Twitter user @johnpavlovitz summarized this dissonance in a viral tweet, saying, “One person was shot and killed today when thousands of white terrorists violently forced their way into the seat of our Government intending to do harm. That’s as many people who were shot and killed when George Floyd tried to use a counterfeit 20 dollar bill.”
It took hours for the national guard to show up as the Capitol building was actively mobbed. And after the mayor of D.C., Muriel Bowder, had already declared a 6 p.m. curfew. After Virginia Governor Ralph Northam had sent his own state troopers. Only then did the President send in the national guard.
In the time before he took this action, the president tweeted in support of those inflicting chaos at the capitol, saying he “loved” them.
“These are the things and events that happen when a sacred landslide election victory is so unceremoniously & viciously stripped away from great patriots who have been badly & unfairly treated for so long… Go home with love & in peace. Remember this day forever!” The president tweeted.
President-elect Joe Biden spoke publicly as the sitting president remained silent (aside from his tweet). Biden emphasized that what was happening in D.C. was not indicative of the American people.
“Let me be very clear: the scenes of chaos at the Capitol do not represent who we are,” he said. “What we are seeing is a small number of extremists dedicated to lawlessness. This is not dissent, it’s disorder. It borders on sedition, and it must end. Now.”
Sedition is a felony offense in which someone incites rebellion against lawful authority. With the United States Senate and House of Representatives fleeing a mob at the Capitol, the term “sedition” may be thrown around in the upcoming weeks, as America strives to understand who is responsible for what has happened.
Following the chaos that ensued on Capitol Hill, many prominent news outlets, including MSNBC News, CNN and USA Today, were quick to point out the seemingly “double standard” treatment Trump supporters received from law enforcement in comparison to what Black Live Matter protesters experienced last summer.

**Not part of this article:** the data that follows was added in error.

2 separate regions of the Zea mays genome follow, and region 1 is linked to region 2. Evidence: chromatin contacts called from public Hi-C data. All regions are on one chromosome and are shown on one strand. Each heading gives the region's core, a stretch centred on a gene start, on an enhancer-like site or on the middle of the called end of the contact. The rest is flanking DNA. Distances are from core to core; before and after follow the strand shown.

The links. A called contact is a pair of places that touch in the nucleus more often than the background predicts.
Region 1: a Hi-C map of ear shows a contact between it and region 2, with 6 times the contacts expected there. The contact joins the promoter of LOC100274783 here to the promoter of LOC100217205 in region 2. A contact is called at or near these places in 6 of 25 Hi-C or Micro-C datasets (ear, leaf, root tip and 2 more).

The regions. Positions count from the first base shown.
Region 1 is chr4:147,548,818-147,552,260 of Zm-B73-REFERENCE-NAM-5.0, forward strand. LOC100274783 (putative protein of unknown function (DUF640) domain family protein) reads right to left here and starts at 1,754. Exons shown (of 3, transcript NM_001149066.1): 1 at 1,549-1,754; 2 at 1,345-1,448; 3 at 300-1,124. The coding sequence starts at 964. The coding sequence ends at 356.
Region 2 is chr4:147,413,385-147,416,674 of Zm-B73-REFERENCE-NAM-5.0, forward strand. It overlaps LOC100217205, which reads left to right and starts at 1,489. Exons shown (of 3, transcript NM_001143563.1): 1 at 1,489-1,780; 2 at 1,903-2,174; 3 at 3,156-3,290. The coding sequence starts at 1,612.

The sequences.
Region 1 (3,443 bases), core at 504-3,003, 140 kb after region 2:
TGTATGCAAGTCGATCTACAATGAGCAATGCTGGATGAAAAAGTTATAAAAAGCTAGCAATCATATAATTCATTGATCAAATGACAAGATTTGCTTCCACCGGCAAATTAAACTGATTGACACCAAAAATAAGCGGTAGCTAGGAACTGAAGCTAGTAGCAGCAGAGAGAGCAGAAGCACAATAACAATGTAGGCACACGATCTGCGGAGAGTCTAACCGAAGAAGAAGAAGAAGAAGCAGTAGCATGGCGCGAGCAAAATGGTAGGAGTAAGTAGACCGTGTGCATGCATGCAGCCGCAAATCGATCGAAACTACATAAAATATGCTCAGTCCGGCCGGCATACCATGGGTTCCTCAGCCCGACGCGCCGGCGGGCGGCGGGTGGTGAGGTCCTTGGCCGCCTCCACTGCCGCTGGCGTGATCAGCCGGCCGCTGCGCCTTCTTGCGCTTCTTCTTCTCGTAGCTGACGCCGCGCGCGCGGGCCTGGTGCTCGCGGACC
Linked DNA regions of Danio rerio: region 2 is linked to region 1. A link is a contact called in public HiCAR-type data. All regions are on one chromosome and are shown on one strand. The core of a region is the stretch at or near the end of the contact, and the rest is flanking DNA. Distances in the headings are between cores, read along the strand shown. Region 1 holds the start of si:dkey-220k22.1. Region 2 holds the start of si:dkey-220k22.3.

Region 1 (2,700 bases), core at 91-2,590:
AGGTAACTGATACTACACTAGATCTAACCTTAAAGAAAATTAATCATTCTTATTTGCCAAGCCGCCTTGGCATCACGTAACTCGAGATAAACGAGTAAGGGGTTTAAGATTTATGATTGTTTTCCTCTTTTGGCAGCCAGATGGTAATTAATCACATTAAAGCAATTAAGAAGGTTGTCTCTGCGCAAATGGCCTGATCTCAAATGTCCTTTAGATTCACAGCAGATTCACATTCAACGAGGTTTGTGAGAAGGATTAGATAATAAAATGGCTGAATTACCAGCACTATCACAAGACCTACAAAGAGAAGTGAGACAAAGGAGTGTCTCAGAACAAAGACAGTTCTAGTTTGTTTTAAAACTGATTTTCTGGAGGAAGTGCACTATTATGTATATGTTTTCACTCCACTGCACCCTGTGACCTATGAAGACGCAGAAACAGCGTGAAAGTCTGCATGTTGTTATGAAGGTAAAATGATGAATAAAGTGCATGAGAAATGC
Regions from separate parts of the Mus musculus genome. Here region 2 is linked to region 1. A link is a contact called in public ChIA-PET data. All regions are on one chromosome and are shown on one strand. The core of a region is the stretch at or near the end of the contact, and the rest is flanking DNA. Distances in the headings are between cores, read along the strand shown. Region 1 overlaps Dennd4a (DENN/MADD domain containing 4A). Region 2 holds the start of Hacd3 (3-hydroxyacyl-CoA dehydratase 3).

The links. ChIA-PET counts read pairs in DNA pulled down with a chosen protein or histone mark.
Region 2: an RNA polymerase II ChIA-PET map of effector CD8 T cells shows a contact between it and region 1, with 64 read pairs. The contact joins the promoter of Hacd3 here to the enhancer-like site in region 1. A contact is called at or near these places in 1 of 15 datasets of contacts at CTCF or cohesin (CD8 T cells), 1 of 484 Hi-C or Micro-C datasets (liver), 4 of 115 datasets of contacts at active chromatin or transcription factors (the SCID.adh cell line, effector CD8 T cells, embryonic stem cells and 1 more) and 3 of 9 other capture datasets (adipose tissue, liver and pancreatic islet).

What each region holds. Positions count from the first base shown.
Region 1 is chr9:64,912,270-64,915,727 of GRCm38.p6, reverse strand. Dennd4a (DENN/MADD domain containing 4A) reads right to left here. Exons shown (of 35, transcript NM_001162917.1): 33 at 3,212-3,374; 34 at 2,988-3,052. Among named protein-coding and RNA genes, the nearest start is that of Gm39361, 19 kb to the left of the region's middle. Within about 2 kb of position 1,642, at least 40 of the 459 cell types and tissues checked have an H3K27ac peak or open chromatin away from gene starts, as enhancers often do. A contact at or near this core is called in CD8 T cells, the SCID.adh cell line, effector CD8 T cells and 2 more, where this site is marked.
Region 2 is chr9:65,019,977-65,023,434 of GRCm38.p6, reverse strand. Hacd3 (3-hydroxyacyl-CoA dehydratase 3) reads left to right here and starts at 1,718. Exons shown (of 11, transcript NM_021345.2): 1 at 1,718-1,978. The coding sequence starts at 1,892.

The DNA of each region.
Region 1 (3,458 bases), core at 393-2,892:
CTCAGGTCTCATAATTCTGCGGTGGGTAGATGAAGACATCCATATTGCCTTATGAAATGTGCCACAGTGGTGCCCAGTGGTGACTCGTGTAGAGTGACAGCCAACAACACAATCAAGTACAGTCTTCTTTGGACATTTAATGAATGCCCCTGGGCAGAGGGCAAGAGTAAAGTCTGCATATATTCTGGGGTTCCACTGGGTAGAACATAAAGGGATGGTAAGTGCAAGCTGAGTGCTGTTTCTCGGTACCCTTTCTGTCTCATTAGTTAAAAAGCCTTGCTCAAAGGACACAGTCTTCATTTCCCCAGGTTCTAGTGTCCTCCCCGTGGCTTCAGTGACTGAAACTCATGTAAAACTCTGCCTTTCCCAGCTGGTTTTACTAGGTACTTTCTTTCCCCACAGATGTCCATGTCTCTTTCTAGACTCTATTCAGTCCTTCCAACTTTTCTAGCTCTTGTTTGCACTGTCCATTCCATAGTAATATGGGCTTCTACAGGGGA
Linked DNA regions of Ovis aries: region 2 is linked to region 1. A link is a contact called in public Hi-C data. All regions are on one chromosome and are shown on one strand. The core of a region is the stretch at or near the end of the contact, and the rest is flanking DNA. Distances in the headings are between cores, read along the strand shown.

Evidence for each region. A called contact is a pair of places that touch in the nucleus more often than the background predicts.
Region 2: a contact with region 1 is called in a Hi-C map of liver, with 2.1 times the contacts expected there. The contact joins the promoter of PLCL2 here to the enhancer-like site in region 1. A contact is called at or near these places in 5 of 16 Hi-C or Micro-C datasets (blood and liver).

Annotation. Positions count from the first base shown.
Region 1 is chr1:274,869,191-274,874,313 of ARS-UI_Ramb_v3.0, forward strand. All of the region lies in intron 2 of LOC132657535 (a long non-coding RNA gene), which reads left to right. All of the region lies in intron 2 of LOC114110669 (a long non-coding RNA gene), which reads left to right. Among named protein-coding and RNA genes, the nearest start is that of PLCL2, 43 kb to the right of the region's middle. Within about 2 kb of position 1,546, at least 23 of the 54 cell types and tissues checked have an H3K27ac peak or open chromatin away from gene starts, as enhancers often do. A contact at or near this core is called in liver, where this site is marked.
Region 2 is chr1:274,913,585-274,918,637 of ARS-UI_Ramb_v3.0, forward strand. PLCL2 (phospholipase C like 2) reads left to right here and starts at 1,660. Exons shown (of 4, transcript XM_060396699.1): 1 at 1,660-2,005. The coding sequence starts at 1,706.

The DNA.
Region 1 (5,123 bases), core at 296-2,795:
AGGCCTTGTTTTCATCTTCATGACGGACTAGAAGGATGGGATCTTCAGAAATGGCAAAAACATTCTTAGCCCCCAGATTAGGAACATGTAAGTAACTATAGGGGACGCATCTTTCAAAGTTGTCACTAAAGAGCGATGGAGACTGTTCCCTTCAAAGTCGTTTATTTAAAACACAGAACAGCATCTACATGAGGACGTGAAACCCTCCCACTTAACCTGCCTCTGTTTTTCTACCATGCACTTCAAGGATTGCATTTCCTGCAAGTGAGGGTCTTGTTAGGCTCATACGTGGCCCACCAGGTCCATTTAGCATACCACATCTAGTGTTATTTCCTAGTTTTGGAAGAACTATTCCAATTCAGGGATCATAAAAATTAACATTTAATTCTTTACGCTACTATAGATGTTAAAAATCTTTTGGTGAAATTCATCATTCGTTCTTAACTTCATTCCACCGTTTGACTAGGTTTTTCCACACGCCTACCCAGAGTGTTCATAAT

USA Today notes that as “thousands of people of color and allies took to the streets this summer to peacefully protest police brutality, law enforcement often clashed with demonstrators, deploying tear gas and rubber bullets, bruising faces and bodies.”
In stark contrast, as USA Today points out, when thousands of President Trump supporters—“mostly white”—broke to the Capitol building as lawmakers convened to count presidential electoral votes, forcing them to shelter in place, “crowds of law enforcement were notably absent.”
Despite D.C. Police Chief Robert J. Contee, III, recognizing that Trump supporters had come to Capitol Hill with “the intent on causing harm to our officers” in order to forcibly enter the building, “only a small group of riot police stood outside the back of the Capitol building … as demonstrators called for breaching the building.”
As seen in a video posted on social media, “several people in D.C. Capitol Police jackets [were seen] removing barriers outside the Capitol building, allowing demonstrators to pass through the building.”
In another video posted to Twitter, at least one person “appeared to be an officer taking selfies with people who had breached the Capitol.”